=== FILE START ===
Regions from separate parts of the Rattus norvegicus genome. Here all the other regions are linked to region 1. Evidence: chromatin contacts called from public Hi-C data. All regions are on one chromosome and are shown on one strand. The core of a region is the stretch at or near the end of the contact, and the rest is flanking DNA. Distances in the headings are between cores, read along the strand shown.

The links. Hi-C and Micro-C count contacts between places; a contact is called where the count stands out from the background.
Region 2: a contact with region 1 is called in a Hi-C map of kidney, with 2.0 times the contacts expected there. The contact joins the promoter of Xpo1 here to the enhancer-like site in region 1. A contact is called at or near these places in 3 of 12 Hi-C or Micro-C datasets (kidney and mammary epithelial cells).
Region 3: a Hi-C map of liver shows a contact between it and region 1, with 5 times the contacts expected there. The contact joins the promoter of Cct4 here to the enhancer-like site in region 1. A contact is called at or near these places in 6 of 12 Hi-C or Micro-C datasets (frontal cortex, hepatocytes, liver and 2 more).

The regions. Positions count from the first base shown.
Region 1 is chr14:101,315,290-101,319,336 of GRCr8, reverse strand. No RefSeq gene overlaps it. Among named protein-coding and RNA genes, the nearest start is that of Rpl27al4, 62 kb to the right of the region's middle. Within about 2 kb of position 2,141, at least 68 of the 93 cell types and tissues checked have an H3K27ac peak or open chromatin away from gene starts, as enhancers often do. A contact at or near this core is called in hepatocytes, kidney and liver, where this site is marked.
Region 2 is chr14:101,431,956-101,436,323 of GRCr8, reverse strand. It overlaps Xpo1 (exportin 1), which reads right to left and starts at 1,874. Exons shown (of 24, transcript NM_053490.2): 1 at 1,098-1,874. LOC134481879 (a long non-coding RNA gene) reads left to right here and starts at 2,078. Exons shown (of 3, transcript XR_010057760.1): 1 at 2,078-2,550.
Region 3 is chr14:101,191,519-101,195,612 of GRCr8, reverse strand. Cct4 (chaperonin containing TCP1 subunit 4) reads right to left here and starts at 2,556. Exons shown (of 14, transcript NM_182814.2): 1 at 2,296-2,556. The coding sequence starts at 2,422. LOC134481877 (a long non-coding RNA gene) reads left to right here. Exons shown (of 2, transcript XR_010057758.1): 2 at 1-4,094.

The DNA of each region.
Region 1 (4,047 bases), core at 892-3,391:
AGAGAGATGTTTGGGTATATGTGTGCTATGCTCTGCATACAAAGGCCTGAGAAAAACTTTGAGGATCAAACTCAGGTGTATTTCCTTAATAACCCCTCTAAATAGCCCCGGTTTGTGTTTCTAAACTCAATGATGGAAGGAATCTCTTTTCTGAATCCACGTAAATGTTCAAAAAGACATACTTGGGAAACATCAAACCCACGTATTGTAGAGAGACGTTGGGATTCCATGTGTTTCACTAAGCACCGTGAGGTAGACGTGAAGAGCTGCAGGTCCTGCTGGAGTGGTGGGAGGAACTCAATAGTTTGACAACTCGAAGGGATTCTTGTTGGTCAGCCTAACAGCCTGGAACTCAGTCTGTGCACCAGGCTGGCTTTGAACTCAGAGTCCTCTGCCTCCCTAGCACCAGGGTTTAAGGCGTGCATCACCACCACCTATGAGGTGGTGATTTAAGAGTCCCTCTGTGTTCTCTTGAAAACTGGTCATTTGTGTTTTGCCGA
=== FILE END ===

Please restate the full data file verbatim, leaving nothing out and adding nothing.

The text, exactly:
Regions from separate parts of the Rattus norvegicus genome. Here all the other regions are linked to region 1. Evidence: chromatin contacts called from public Hi-C data. All regions are on one chromosome and are shown on one strand. The core of a region is the stretch at or near the end of the contact, and the rest is flanking DNA. Distances in the headings are between cores, read along the strand shown.

The links. Hi-C and Micro-C count contacts between places; a contact is called where the count stands out from the background.
Region 2: a contact with region 1 is called in a Hi-C map of kidney, with 2.0 times the contacts expected there. The contact joins the promoter of Xpo1 here to the enhancer-like site in region 1. A contact is called at or near these places in 3 of 12 Hi-C or Micro-C datasets (kidney and mammary epithelial cells).
Region 3: a Hi-C map of liver shows a contact between it and region 1, with 5 times the contacts expected there. The contact joins the promoter of Cct4 here to the enhancer-like site in region 1. A contact is called at or near these places in 6 of 12 Hi-C or Micro-C datasets (frontal cortex, hepatocytes, liver and 2 more).

The regions. Positions count from the first base shown.
Region 1 is chr14:101,315,290-101,319,336 of GRCr8, reverse strand. No RefSeq gene overlaps it. Among named protein-coding and RNA genes, the nearest start is that of Rpl27al4, 62 kb to the right of the region's middle. Within about 2 kb of position 2,141, at least 68 of the 93 cell types and tissues checked have an H3K27ac peak or open chromatin away from gene starts, as enhancers often do. A contact at or near this core is called in hepatocytes, kidney and liver, where this site is marked.
Region 2 is chr14:101,431,956-101,436,323 of GRCr8, reverse strand. It overlaps Xpo1 (exportin 1), which reads right to left and starts at 1,874. Exons shown (of 24, transcript NM_053490.2): 1 at 1,098-1,874. LOC134481879 (a long non-coding RNA gene) reads left to right here and starts at 2,078. Exons shown (of 3, transcript XR_010057760.1): 1 at 2,078-2,550.
Region 3 is chr14:101,191,519-101,195,612 of GRCr8, reverse strand. Cct4 (chaperonin containing TCP1 subunit 4) reads right to left here and starts at 2,556. Exons shown (of 14, transcript NM_182814.2): 1 at 2,296-2,556. The coding sequence starts at 2,422. LOC134481877 (a long non-coding RNA gene) reads left to right here. Exons shown (of 2, transcript XR_010057758.1): 2 at 1-4,094.

The DNA of each region.
Region 1 (4,047 bases), core at 892-3,391:
AGAGAGATGTTTGGGTATATGTGTGCTATGCTCTGCATACAAAGGCCTGAGAAAAACTTTGAGGATCAAACTCAGGTGTATTTCCTTAATAACCCCTCTAAATAGCCCCGGTTTGTGTTTCTAAACTCAATGATGGAAGGAATCTCTTTTCTGAATCCACGTAAATGTTCAAAAAGACATACTTGGGAAACATCAAACCCACGTATTGTAGAGAGACGTTGGGATTCCATGTGTTTCACTAAGCACCGTGAGGTAGACGTGAAGAGCTGCAGGTCCTGCTGGAGTGGTGGGAGGAACTCAATAGTTTGACAACTCGAAGGGATTCTTGTTGGTCAGCCTAACAGCCTGGAACTCAGTCTGTGCACCAGGCTGGCTTTGAACTCAGAGTCCTCTGCCTCCCTAGCACCAGGGTTTAAGGCGTGCATCACCACCACCTATGAGGTGGTGATTTAAGAGTCCCTCTGTGTTCTCTTGAAAACTGGTCATTTGTGTTTTGCCGA